Matts are a collection of tangled hair that may also include dirt, oils from the skin, burrs and outdoor materials, and anything else! Pelting occurs when the matts become so large and close to the skin that it becomes a felted layer resting against the dogs skin.
Possible side-effects of Matting and Pelting:
- Blocking blood circulation, especially on ears and around legs/feet/toes
- Creates a barrier between the dogs skin and the outside world, meaning there is no oxygenation (the skin is a sensitive organ) and moisture may be trapped in the layer, fostering an excellent warm, humid environment for bacteria and fungi to grow and lead to skin infections, and in the worst cases, necrosis of the tissue and the sloughing (falling off) of skin.
- Discomfort: as matts become larger and close to the skin, they tug and pinch when the dog moves. For humane reasons, matts should be removed.
In dogs with double coats that shed heavily, undercoat may become trapped if it is not brushed out, creating matting that if dangerously close to the skin may need to be shaved out, or may require multiple appointments of sessions of de-matting brush outs to avoid shaving the hair.
In soft-coated and dogs with thick coats, the hair may become matted near the skin level while the outermost parts of the hair appear brushed out. If you cannot run a comb from the roots of the hair to the end, then there is work to be done! The least expensive and most humane option if your dog is heavily matted is to shave them down, and start growing out the hair again with regular (often daily) brushing and frequent grooming maintenance.
While we appreciate wanting your dog to have a certain look, the overall well-being of the animal is our foremost concern. Having long hair on a dog requires constant vigilance; brushing at home, and regular grooming visits every 6-8 weeks in most cases. Together we can discuss finding a style that suits your lifestyle and makes your dog look great. You may be asked to sign a Matted Pet Waiver if your pet is in rough condition, and may require shaving in matted areas.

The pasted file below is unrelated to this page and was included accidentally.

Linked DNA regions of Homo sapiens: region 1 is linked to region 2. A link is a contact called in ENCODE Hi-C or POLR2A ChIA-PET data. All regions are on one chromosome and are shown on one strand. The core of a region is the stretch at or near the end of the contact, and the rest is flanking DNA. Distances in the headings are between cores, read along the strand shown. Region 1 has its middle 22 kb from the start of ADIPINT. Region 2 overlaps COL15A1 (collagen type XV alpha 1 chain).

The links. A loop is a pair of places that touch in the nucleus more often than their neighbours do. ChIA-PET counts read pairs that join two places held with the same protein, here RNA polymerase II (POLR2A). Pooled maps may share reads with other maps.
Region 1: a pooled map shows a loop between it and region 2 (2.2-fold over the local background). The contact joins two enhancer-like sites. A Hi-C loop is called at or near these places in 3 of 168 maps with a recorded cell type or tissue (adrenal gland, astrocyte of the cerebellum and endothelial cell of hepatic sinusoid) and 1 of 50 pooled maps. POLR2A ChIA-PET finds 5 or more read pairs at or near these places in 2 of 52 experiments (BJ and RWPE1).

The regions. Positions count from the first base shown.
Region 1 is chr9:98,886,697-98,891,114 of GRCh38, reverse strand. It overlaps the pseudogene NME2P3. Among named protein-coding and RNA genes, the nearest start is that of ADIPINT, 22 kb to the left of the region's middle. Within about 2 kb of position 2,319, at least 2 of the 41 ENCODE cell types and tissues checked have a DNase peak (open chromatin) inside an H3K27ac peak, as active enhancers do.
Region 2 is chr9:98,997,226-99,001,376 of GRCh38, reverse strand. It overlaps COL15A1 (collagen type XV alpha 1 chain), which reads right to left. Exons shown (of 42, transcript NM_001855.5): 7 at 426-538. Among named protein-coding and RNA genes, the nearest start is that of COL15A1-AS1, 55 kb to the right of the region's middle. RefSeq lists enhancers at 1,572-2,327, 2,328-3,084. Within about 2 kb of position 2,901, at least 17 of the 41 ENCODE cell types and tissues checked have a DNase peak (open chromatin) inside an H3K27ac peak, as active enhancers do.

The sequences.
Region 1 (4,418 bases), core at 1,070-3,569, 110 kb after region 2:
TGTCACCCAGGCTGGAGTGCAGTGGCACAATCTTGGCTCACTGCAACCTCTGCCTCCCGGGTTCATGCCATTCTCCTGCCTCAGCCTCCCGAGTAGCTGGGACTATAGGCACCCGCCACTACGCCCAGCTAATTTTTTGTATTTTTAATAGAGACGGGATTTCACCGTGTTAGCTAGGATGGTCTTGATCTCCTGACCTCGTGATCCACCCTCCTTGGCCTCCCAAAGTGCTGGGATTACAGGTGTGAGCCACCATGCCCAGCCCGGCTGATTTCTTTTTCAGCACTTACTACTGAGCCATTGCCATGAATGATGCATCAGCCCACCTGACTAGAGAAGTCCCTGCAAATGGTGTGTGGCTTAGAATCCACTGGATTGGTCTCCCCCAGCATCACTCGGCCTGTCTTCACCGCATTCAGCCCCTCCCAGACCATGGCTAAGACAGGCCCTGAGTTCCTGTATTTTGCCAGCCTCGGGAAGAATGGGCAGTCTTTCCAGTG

This practice was started decades ago by groomers as a value-added service for customers, but did anyone ask; was this good for the dog? When we apply pressure to the anal glands and force the expression to happen, it weakens the muscle may cause it to have problems functioning naturally. The anal glands should secrete normally during defecation, when we express/squeeze the gland manually, it can create an ongoing problem that wasn’t there before.
When expressing the gland, there is the hazard of rupturing the anal gland, which will then require immediate veterinary attention.
Please provide 24 hours notice to cancel an appointment, and the sooner the better kindly!How long does an appointment take?
Dog bath/tidy-up/grooming or de-shed times based on the breed are estimates only.
Each dog has their own personality, anxieties, preferences, hair type and coat condition that make it nearly impossible to give exact completion times.
The blow-dryer we use is quieter than other salon dryers, which is great because it does not scare the dogs as much, but is also not as powerful and takes a longer time overall to dry the dogs, and each dog is a little different so we never know how long it will take.
We will let you know (by phone, email, or text) when the service is completed!
Great products leave dogs’ skin and coat clean, fresh, and moisturized.
Great products mean a great looking haircut! Leaves the hair consistency soft and fluffy for the best looking groom.
Easier and faster detangling and de-shedding.
Your dog deserves the best!